More broadly, it would be an understatement to characterize the collegial exchanges between Flake and Chace throughout the segment as a softball interview. In one scene, the two met up in New York City, where Flake was speaking at an event the day after he made his FBI investigation gambit. Chace noted that presumably liberal New Yorkers approached the senator and asked him to pose for pictures, which she took for them. Later the reporter and the senator laughed as she asked, “Do you think they know that you're going to vote for Kavanaugh?”

    Chace’s interviews with Flake focused on the optics and political horse race aspects of the Kavanaugh nomination while ignoring real-world impacts. For example, the program didn’t force Flake to explain to women what it means to have yet another justice confirmed to the Supreme Court despite multiple credible allegations of sexual misconduct. Or what it means to have a new Supreme Court justice who is fresh off of delivering a highly unusual and partisan rant before the Senate Judiciary Committee. Or what it means to confirm a nominee who clearly lied under oath numerous times in testimony, something that Flake had told 60 Minutes would be a deal breaker. (Clearly when it was time for him to vote, it wasn’t.)

    Instead, the program focused primarily on what it's like to be the senior senator from Arizona, right now. “Jeff Flake's had a rough few years,” Chace reflected after he called for the FBI investigation but before he announced he was voting to confirm Kavanaugh. “They hate him on the right, and he keeps disappointing the left. It feels good, for once, to be popular.”

    The segment closed with one last interview after Flake had done what most expected and voted for Kavanaugh. Chace asked, “Do you feel better now? You're kind of back among your people. You had kind of a week with the Democrats celebrating you, but you're back among your people.”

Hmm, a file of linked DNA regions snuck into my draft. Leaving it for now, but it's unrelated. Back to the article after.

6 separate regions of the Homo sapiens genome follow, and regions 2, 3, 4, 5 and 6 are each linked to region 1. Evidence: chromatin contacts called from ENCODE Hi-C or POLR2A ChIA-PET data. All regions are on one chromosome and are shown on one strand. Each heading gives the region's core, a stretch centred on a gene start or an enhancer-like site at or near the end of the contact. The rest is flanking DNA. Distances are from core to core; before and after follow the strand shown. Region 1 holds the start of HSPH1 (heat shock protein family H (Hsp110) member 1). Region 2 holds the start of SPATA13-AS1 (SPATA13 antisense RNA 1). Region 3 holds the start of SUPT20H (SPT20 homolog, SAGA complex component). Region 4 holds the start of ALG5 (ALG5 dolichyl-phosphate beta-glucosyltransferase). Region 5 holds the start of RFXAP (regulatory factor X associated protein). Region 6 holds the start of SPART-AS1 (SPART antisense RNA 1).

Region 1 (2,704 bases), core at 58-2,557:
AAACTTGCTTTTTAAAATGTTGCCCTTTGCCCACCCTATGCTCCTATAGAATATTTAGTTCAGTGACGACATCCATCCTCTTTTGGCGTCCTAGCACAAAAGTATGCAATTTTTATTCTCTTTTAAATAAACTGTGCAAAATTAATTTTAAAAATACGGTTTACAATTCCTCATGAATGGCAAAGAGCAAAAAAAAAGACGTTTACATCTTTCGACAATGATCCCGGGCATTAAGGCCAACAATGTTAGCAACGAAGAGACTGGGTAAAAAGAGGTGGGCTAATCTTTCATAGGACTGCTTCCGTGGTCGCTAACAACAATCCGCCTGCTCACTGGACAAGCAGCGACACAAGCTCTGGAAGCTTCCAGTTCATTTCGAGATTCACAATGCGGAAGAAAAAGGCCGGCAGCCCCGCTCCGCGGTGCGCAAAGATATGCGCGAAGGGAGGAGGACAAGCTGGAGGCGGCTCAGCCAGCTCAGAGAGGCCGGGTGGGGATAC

“Do I have people?” Flake responded. “I guess so. I am a man, temporarily, without a party,” he said, laughing.   

  • Fox & Friends fearmongers about left-wing violence while ignoring violence and threats from the right 

    Blog ››› ››› GRACE BENNETT

    Today’s edition of Fox & Friends painted a picture of a society terrorized by left-wing violence and threats toward conservatives, completely ignoring very real incidents of violence and intimidation against Democrats and professor Christine Blasey Ford.

    Hosts Steve Doocy, Ainsley Earhardt, and guest host Ed Henry spoke at length about the supposed violence of the left, and fearmongered about the danger it entails for conservatives. Some of the hosts’ most pressing concerns included people protesting inhumane policies by yelling at politicians dining in restaurants, and peaceful protesters placing cameras in politicians’ faces. While the discussion did highlight some genuinely concerning threats against Republican senators, the hosts did not mention any threats against their Democratic colleagues or their staffs.

    Just three days ago, a Florida supporter of President Donald Trump was arrested after repeatedly posting online about his plans to kill Democratic senators. In one post, he wrote that he was “about to accept an offer on my house just to get more money to fund my plan to kill Democrat office holders and their families.” He also expressed hope that fellow conservatives would break into liberals’ homes and murder them in their sleep. Democratic Sen. Doug Jones of Alabama reported that his female staff members have received violent threats from supporters of newly confirmed Supreme Court Justice Brett Kavanaugh. And Christine Blasey Ford, who testified under oath that Kavanaugh assaulted her while in high school, has been the target of sustained harassment and death threats for weeks. The threats are so serious and pervasive that she still cannot return to her home, even after Kavanaugh was confirmed and sworn in as a Supreme Court justice.

    Fox & Friends chose to ignore these clear incidents and threats of right-wing violence, and instead focused on fearmongering about an allegedly lawless left. From the October 8 edition of Fox News’ Fox & Friends: